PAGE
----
The day before the Preakness that year, Bill Christine of the Los Angeles Times reported that Tagg dismissed the only two reporters who showed up to his barn at Belmont Park, hours before he shipped Funny Cide to Pimlico.
“I want you to understand, and I’m going to be as polite as I can about it,” Tagg said to Christine. “We’ve got people working here, and my insurance is out of sight. I can’t talk until later on — when I get done training.”
Tagg didn’t even let a photographer shoot pictures outside the barn, Christine wrote. When he got to Pimlico, Funny Cide didn’t take the traditional stall reserved for the winner in the stakes barn; Tagg, instead tucked him away from the action inside the barn of trainer Mary Eppler. He had exercised his old Maryland connections.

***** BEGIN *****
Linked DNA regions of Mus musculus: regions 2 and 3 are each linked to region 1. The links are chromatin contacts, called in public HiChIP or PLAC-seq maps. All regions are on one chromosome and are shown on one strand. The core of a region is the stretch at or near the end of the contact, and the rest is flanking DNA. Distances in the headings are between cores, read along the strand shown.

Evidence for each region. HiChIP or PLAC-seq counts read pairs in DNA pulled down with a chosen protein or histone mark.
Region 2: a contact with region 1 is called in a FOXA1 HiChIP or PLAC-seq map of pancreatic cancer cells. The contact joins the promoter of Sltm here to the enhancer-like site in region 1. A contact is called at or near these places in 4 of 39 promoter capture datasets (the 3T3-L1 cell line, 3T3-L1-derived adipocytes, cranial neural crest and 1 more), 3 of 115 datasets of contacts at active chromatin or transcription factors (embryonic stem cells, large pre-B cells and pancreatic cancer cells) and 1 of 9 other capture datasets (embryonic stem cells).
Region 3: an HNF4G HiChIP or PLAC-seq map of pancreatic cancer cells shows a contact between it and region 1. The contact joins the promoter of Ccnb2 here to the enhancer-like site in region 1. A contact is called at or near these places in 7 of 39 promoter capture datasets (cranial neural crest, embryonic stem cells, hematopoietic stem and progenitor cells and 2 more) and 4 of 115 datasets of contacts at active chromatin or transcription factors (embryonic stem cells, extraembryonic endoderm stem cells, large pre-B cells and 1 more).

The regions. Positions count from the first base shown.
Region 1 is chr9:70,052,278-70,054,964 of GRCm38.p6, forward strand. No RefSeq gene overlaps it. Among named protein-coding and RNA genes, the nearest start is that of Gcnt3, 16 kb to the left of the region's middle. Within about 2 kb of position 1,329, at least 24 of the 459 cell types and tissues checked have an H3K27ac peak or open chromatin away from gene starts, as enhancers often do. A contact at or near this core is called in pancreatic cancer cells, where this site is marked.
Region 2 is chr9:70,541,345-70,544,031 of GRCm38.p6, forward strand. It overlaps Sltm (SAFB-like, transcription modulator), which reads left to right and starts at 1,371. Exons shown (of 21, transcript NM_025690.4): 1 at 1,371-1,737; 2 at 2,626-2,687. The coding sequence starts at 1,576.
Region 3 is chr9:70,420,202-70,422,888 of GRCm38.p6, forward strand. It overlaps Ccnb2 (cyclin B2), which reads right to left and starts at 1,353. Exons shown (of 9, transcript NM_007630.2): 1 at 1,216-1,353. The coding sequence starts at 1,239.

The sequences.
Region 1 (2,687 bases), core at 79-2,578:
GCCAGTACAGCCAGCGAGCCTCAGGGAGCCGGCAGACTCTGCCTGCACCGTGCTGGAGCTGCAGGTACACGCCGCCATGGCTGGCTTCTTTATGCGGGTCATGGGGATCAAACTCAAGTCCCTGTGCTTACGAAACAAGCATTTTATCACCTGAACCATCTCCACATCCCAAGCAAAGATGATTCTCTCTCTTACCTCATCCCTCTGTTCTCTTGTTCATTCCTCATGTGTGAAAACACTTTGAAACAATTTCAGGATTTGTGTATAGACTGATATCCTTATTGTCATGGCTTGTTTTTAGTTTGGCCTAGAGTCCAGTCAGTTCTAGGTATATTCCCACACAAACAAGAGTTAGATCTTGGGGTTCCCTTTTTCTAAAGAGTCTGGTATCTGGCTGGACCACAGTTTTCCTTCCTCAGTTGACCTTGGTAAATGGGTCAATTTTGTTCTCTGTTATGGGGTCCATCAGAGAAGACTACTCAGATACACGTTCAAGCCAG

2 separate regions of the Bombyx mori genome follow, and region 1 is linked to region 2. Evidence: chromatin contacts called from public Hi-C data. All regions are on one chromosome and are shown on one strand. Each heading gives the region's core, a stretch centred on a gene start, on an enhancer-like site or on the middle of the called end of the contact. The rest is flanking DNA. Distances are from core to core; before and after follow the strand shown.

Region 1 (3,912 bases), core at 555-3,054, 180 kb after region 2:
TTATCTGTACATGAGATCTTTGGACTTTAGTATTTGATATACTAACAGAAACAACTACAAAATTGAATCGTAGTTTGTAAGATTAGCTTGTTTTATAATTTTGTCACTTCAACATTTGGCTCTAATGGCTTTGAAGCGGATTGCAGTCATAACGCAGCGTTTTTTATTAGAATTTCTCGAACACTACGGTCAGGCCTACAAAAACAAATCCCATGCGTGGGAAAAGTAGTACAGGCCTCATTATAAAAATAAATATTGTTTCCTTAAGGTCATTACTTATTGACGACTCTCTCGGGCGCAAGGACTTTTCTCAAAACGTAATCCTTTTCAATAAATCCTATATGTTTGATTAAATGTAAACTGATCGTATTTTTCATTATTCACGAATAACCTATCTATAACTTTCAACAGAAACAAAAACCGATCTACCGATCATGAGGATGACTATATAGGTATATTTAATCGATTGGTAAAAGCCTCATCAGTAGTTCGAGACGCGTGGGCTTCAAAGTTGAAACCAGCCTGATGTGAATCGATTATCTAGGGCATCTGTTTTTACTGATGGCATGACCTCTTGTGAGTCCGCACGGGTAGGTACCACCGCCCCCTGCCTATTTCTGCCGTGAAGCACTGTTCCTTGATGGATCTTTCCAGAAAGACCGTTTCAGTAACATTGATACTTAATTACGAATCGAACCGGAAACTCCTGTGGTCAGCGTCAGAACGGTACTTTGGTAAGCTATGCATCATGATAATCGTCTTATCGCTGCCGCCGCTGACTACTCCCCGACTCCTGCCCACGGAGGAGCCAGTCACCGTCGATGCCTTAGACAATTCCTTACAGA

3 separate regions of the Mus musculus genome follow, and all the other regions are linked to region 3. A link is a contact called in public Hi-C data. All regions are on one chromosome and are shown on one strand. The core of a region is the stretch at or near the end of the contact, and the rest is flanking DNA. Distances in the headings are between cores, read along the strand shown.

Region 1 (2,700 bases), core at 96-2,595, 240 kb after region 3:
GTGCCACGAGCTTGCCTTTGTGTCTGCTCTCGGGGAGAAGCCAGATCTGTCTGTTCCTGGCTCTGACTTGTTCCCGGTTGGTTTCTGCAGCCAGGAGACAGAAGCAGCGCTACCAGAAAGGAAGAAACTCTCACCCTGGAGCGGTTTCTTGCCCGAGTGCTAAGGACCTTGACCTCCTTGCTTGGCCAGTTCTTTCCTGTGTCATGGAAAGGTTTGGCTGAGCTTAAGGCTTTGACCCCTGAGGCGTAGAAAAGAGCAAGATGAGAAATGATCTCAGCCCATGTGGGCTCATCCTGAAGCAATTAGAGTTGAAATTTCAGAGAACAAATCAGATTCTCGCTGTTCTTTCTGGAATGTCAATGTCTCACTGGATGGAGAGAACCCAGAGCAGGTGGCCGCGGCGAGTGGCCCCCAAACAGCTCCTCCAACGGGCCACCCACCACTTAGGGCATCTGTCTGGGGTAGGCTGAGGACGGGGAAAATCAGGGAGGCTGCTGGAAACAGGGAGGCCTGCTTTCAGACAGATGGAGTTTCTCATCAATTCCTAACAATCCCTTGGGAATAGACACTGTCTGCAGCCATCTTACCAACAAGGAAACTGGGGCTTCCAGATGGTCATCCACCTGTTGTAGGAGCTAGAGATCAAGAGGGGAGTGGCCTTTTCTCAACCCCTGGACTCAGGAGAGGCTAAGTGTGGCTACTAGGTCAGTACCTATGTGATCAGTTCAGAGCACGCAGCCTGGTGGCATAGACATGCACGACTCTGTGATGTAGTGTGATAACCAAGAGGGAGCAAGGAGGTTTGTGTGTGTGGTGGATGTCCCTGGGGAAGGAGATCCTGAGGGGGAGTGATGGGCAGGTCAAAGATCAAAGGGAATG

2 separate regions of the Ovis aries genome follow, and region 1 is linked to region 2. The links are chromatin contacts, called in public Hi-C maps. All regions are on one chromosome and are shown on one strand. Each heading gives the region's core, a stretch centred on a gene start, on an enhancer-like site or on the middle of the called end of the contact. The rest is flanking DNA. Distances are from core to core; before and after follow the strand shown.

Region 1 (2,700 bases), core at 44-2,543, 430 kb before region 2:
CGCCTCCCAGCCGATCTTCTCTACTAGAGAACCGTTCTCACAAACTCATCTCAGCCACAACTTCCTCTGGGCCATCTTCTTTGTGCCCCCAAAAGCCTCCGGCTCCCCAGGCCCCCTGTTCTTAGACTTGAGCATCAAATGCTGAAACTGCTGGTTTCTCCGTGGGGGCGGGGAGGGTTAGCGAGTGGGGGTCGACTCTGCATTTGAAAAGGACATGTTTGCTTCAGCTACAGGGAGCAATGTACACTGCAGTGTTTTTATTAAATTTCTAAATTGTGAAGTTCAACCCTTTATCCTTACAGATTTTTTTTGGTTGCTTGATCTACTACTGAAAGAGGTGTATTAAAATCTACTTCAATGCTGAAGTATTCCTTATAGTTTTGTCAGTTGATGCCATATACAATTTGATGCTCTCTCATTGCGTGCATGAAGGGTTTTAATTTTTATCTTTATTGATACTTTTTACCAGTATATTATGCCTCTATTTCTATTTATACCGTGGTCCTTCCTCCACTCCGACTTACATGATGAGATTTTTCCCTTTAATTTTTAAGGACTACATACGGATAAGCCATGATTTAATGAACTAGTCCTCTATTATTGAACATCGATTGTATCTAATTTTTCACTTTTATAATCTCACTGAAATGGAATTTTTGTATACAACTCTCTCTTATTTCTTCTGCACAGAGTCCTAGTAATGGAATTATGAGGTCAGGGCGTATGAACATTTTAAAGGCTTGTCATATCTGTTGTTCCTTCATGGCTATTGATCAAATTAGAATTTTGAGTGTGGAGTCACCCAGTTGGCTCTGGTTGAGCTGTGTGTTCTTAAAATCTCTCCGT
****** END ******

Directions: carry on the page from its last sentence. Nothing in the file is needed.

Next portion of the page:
A year later, campaigning Funny Cide as a 4-year-old, Tagg reflected on the pressure of the Triple Crown in a story in The Washington Post.
“In some ways you appreciate when you have it and appreciate it when it goes away,” he said. “It’s such an intense business, then something (like winning the Derby) comes along and distracts you. It’s a big change.”
Certain personalities, of course, are more cut out to deal with the stress. Just ask Baffert, the King of Cool himself.
“I’ve been here and I think my experience with it all, so many times, has helped,” the Hall of Famer said. “I just train them like I would train if I were getting ready for something else. I don’t get caught up in what everybody else is doing with their horses. If your horse is doing well and he looks like he’s fit, then you hope you’ll run well. You learn to appreciate just getting to the Derby, that’s why everybody gets into this game to try to make it to the Derby. It’s so tough to get here and you never know who you’re going to get here with. All I know is that we made it through today so that’s one less we’ve got to wait out.”
John Scheinman contributed to this report.